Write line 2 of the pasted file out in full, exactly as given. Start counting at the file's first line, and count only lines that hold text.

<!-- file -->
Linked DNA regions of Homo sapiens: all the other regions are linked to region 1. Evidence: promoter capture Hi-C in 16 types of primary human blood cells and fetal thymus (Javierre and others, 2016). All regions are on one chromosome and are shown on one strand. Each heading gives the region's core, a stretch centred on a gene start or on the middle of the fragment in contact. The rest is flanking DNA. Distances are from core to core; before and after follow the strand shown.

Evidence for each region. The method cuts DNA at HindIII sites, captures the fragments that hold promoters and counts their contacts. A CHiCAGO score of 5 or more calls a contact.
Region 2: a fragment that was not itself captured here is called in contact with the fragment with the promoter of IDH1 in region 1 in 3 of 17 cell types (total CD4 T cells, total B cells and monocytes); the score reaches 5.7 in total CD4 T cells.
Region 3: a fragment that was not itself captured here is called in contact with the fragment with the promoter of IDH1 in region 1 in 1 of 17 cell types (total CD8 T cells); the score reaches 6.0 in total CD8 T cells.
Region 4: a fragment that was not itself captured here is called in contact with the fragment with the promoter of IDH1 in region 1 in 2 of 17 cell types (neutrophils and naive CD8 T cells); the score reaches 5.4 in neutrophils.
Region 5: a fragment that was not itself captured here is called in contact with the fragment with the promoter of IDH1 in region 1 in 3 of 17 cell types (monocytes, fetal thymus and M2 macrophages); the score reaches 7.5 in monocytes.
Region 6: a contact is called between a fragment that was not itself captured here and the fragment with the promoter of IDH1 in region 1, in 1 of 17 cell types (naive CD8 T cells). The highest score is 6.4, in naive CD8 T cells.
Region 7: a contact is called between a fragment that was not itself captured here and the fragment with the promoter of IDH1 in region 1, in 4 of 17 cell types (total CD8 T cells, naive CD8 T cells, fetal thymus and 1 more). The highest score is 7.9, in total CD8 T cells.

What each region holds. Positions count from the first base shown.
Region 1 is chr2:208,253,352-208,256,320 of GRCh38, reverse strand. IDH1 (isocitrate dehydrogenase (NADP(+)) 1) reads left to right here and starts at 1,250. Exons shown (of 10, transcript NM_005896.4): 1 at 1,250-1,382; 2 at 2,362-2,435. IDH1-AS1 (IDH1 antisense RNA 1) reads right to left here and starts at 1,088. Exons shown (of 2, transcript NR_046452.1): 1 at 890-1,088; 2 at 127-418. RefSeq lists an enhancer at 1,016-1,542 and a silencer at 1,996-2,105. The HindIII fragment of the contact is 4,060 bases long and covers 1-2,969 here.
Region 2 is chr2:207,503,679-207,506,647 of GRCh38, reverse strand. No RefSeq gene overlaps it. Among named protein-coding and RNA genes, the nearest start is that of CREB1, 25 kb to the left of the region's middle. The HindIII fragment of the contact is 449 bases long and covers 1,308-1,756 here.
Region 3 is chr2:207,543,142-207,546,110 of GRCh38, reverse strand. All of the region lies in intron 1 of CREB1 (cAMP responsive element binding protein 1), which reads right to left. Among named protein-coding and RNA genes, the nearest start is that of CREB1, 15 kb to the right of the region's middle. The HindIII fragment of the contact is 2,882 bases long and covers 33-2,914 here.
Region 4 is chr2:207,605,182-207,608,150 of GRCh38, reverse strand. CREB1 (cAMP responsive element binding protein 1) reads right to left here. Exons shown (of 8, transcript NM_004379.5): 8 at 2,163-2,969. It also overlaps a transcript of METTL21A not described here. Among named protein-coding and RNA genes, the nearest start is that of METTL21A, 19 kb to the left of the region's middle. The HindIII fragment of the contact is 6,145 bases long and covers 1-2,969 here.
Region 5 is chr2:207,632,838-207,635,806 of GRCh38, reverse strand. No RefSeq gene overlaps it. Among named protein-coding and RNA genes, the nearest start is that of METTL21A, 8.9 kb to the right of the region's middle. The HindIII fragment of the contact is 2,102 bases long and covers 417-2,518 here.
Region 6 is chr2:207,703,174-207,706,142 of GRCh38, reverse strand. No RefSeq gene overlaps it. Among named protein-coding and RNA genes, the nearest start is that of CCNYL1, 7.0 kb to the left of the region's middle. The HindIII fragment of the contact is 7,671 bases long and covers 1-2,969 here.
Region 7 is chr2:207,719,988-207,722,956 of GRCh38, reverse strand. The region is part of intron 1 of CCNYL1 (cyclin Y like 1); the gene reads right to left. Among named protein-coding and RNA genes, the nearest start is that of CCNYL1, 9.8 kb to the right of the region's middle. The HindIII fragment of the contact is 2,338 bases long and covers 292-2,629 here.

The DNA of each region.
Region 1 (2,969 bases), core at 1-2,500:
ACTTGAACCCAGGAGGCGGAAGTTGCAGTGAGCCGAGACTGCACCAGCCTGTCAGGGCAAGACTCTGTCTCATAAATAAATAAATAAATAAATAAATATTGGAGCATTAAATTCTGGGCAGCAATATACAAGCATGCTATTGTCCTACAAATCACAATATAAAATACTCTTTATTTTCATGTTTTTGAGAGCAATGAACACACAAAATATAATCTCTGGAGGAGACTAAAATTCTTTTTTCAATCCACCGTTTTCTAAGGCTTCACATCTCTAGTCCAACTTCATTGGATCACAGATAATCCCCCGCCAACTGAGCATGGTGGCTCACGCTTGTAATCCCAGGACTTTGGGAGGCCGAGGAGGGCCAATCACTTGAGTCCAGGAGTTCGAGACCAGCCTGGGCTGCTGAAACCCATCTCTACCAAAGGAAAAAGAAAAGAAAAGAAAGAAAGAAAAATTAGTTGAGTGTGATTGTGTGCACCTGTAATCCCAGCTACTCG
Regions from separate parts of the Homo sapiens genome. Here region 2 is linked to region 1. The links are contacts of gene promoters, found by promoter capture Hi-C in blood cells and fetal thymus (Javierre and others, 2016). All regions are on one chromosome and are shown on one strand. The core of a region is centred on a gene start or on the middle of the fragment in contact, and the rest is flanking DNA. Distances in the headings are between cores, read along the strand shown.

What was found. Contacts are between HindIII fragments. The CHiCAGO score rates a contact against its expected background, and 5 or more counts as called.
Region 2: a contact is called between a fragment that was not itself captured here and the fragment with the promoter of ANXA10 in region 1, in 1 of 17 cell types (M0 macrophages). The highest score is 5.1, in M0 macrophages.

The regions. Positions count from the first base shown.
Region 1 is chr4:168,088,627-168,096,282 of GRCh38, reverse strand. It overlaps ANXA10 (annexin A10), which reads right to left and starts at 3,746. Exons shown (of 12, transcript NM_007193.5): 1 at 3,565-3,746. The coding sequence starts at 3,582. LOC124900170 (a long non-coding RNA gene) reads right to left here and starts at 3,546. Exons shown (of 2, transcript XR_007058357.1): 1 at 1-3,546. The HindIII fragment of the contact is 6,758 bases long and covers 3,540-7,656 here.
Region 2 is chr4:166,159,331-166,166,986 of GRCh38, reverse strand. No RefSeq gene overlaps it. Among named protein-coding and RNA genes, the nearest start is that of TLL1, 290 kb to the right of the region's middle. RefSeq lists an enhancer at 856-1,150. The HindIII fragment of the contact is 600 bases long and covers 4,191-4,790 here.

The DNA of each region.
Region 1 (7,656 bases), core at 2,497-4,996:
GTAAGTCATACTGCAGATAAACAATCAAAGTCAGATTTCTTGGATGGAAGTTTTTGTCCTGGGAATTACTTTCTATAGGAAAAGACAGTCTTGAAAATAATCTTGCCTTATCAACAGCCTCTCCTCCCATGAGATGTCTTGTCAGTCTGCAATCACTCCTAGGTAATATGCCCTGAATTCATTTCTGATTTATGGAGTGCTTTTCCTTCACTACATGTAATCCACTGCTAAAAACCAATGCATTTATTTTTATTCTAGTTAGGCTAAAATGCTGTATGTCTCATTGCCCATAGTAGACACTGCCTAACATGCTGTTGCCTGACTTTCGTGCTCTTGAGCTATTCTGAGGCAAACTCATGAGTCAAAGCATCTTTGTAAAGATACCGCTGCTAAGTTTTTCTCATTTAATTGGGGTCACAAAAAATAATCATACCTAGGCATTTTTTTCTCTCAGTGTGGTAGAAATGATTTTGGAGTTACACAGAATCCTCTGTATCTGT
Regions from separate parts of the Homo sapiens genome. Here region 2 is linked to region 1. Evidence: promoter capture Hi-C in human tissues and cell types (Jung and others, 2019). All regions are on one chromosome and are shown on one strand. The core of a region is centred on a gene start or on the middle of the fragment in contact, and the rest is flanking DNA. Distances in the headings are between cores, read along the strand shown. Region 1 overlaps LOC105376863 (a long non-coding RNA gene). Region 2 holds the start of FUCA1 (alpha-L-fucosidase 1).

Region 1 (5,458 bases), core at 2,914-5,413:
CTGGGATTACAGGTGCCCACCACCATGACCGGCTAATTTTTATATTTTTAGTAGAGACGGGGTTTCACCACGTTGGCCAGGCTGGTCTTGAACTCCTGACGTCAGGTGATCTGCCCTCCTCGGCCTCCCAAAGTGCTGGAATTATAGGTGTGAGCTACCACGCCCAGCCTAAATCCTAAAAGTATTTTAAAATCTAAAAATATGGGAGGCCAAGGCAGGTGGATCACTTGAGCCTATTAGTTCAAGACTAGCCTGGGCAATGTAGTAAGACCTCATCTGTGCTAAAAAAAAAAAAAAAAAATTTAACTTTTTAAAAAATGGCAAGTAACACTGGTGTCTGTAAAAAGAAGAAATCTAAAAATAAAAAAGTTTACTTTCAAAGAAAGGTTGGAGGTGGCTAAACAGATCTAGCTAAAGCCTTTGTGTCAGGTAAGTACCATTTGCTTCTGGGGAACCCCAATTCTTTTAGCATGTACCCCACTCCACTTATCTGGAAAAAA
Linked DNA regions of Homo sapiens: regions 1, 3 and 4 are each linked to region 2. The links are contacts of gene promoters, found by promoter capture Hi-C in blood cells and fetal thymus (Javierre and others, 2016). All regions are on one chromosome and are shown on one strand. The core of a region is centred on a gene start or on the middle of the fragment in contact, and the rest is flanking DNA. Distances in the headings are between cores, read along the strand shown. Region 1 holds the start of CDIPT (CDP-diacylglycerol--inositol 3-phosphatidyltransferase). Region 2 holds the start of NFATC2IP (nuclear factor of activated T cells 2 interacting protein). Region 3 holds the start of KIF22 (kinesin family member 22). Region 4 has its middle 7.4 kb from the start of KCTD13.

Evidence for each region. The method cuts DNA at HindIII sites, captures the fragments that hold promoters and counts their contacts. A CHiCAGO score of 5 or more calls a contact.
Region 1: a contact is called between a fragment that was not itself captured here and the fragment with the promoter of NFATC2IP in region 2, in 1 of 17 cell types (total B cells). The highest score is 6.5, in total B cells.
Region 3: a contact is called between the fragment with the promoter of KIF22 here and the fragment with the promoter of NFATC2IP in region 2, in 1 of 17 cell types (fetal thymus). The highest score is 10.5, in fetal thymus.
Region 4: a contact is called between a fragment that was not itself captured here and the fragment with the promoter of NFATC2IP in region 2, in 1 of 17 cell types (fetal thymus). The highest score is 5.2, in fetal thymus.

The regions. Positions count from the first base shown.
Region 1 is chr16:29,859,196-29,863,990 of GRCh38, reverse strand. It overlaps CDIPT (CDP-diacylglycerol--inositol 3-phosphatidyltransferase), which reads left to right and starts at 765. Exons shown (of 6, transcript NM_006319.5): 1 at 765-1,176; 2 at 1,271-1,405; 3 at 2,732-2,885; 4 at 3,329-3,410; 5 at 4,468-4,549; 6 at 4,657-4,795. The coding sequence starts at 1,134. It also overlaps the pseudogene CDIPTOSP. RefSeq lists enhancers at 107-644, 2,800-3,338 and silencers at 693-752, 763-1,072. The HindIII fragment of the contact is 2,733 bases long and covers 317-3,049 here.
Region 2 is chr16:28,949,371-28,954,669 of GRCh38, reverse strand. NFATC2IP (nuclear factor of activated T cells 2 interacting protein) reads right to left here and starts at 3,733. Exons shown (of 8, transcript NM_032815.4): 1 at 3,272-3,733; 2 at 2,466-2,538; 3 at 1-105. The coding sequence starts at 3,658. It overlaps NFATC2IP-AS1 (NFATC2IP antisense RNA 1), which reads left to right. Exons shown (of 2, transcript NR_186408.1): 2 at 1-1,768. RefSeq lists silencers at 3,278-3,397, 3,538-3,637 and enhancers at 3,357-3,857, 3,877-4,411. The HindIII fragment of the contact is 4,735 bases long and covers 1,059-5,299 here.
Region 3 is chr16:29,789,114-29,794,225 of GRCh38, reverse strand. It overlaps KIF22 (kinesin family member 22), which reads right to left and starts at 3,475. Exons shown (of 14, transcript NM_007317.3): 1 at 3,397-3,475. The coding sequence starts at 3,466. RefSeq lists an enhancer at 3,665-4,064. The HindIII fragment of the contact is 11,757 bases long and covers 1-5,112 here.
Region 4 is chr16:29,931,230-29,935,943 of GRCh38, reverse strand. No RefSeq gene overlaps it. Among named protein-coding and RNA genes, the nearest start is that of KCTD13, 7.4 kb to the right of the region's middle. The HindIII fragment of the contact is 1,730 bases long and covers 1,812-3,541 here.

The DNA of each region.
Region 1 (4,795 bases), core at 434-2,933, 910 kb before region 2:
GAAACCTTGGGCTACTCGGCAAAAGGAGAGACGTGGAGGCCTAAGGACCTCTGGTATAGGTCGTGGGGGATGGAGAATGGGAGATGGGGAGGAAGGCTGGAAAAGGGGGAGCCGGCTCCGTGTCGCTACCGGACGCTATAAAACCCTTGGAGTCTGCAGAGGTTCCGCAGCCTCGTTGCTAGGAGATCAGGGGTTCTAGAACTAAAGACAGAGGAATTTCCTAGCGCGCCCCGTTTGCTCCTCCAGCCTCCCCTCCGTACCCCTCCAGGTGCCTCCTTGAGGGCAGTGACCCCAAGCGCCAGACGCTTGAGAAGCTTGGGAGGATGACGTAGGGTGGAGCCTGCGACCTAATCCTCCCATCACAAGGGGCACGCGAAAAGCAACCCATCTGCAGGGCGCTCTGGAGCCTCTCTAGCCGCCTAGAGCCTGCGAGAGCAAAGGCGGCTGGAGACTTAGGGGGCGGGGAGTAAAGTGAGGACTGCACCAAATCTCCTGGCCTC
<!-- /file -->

Evidence for each region. The method cuts DNA at HindIII sites, captures the fragments that hold promoters and counts their contacts. A CHiCAGO score of 5 or more calls a contact.